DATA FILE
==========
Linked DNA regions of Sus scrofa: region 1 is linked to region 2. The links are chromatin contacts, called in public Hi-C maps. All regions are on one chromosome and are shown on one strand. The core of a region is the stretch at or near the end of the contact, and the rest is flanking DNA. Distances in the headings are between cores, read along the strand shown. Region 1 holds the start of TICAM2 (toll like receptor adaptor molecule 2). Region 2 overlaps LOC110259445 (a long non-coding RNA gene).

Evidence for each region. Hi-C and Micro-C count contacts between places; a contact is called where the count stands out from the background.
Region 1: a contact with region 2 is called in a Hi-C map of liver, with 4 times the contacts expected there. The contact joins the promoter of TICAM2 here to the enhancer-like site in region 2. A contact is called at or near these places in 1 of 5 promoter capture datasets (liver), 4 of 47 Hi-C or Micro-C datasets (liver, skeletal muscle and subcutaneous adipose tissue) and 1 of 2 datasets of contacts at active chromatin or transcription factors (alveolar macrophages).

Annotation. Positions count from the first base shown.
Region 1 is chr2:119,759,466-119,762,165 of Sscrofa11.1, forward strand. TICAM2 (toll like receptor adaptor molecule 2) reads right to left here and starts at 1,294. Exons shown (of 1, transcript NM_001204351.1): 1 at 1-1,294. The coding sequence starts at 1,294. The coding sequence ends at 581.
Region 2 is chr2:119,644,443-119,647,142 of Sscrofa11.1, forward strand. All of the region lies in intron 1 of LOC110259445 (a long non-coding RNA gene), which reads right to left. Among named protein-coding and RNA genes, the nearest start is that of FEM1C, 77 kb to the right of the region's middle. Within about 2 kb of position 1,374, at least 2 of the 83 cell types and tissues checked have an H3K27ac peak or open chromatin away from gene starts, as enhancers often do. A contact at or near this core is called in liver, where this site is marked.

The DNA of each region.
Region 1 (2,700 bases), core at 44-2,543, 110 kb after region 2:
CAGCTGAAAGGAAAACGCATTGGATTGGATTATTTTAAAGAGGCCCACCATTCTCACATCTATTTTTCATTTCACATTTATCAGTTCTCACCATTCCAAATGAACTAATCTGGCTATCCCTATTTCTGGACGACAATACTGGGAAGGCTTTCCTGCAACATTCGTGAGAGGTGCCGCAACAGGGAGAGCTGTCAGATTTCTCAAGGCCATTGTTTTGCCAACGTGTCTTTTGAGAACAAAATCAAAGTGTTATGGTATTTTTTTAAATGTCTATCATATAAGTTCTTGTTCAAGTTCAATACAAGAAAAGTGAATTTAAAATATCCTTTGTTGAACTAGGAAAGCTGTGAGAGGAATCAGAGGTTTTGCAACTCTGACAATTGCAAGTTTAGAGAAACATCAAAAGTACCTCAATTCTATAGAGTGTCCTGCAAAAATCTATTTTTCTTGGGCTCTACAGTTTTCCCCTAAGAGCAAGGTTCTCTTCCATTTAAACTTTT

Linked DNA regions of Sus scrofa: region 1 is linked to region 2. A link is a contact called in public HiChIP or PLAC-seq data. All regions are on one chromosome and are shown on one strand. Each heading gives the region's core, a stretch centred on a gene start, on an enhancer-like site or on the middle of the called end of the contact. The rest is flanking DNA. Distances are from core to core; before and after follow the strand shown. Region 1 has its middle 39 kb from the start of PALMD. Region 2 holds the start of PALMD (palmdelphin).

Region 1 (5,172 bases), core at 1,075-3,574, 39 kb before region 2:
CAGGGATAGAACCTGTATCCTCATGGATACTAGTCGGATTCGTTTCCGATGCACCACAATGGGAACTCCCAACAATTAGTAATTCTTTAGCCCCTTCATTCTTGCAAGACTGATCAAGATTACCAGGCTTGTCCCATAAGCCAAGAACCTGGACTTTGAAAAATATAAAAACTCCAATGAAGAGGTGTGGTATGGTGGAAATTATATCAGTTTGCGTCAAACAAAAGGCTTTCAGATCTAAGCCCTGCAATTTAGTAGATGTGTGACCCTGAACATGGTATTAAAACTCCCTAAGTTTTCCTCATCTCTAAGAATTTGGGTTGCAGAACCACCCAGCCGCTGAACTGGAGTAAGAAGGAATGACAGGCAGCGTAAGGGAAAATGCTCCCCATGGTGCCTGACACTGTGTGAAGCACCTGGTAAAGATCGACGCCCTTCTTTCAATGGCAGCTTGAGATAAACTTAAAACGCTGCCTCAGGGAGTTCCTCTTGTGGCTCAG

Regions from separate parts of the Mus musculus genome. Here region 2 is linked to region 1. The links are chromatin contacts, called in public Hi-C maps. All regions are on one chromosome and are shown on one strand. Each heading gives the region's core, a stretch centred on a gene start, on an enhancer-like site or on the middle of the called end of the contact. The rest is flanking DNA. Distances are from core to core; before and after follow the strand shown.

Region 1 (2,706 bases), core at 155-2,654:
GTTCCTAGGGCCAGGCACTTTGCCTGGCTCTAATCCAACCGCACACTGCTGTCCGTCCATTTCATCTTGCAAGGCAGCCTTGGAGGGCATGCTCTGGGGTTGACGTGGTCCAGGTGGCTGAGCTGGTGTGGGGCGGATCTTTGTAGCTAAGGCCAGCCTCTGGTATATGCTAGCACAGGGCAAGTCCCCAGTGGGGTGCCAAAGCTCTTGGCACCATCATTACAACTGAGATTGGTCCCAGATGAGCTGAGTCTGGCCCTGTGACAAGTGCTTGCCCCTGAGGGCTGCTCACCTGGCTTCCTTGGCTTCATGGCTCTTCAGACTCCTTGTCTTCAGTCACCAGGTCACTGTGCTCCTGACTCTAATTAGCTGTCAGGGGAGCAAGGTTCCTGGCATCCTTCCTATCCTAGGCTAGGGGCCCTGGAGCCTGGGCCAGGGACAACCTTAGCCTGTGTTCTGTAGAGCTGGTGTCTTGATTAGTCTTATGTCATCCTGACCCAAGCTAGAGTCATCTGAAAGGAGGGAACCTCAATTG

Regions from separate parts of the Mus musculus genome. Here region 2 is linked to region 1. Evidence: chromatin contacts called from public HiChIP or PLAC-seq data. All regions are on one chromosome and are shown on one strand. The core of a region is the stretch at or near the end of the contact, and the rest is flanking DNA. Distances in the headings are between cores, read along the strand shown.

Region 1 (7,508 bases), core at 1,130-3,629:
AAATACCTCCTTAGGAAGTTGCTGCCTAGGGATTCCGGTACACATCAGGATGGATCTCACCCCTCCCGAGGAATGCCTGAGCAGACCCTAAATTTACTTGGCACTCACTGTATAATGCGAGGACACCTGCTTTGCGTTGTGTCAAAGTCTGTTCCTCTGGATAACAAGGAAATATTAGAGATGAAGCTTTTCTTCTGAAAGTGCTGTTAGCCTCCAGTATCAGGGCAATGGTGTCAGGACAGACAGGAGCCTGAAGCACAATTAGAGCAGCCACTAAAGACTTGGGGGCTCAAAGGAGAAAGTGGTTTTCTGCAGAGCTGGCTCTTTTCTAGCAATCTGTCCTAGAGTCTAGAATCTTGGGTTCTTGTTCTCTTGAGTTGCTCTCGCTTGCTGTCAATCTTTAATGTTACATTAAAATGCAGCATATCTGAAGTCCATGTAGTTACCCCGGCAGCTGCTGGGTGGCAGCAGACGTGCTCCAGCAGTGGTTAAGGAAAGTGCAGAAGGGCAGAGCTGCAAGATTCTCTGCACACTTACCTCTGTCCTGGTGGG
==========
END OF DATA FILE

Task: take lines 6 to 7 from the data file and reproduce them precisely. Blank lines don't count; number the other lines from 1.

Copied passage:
Region 2 is chr2:119,644,443-119,647,142 of Sscrofa11.1, forward strand. All of the region lies in intron 1 of LOC110259445 (a long non-coding RNA gene), which reads right to left. Among named protein-coding and RNA genes, the nearest start is that of FEM1C, 77 kb to the right of the region's middle. Within about 2 kb of position 1,374, at least 2 of the 83 cell types and tissues checked have an H3K27ac peak or open chromatin away from gene starts, as enhancers often do. A contact at or near this core is called in liver, where this site is marked.

The DNA of each region.